In modern day, playwrights are practically celebrities. You know the names of American masters like Tennessee Williams and Arthur Miller. And modern-day playwrights like Tom Stoppard (who worked on the screenplay to Shakespeare in Love) and Tony Kushner are getting there, with plays like Arcadia and Angels in America.
But even though we know Shakespeare today, it wasn't like he was riding around in a gilded carriage and having money thrown at him on the dirt roads of 16th Century London. He was a struggling member of the lower class, no better than a laborer, with the ink-stained fingertips to show it.
The upper class belonged only to the lords and ladies of the court. And Will and Viola, like Romeo and Juliet, are on different sides of the tracks—or they would have been, if trains had been invented.
Questions About Society and Class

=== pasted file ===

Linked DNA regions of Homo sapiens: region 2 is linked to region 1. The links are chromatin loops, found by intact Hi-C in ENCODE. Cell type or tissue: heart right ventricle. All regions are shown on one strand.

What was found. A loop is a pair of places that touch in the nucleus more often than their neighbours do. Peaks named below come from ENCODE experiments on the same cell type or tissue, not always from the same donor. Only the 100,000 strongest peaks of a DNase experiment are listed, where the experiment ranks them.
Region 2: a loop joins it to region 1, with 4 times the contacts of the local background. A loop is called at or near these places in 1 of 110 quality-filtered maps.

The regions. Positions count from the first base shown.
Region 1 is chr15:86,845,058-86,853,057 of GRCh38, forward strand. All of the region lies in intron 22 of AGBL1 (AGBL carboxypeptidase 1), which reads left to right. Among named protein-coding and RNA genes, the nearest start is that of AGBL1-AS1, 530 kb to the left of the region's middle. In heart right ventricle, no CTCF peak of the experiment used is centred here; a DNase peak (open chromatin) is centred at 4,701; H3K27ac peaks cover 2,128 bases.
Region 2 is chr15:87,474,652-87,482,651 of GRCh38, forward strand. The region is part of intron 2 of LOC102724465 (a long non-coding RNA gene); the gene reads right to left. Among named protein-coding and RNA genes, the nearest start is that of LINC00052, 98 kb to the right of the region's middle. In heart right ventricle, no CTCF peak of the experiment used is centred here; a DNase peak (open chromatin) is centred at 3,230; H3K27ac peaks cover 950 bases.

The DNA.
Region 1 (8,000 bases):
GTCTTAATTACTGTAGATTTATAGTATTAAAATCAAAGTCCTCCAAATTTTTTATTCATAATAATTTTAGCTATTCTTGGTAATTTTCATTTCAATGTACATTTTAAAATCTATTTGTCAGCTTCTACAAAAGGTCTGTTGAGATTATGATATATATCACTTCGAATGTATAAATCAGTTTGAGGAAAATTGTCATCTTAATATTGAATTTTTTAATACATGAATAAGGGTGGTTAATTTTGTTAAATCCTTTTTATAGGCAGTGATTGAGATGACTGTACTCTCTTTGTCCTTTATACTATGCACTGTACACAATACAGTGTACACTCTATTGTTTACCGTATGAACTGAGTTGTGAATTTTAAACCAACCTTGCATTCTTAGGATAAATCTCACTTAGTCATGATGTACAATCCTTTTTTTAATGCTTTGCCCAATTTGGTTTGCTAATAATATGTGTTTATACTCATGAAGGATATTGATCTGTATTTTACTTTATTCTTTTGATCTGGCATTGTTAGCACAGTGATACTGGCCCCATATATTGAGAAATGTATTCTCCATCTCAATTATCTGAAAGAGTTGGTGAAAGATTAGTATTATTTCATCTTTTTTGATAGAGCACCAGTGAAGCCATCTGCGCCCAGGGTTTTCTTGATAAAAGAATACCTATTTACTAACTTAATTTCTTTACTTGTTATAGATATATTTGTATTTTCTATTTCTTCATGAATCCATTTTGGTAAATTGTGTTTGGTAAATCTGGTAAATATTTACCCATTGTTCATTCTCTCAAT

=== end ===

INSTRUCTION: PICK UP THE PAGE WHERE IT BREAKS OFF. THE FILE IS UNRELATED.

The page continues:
How does the Queen have influence over the style of play that is popular at the time?
What roadblocks exist in Will and Viola's relationship because of their class differences? Would it work out if they were from the same class? Or would they even have fallen for each other if they were more equal?
Why do the Puritans object to the theatre?
Chew on This
The aristocracy has ultimate authority. They can choose what plays are produced, who to marry, basically anything they want. And they don't need money to do it. Status is the ultimate currency.
Viola likes to rebel, so part of the reason she is attracted to Shakespeare is because the love between them—upper-class woman and lower-class man—is forbidden.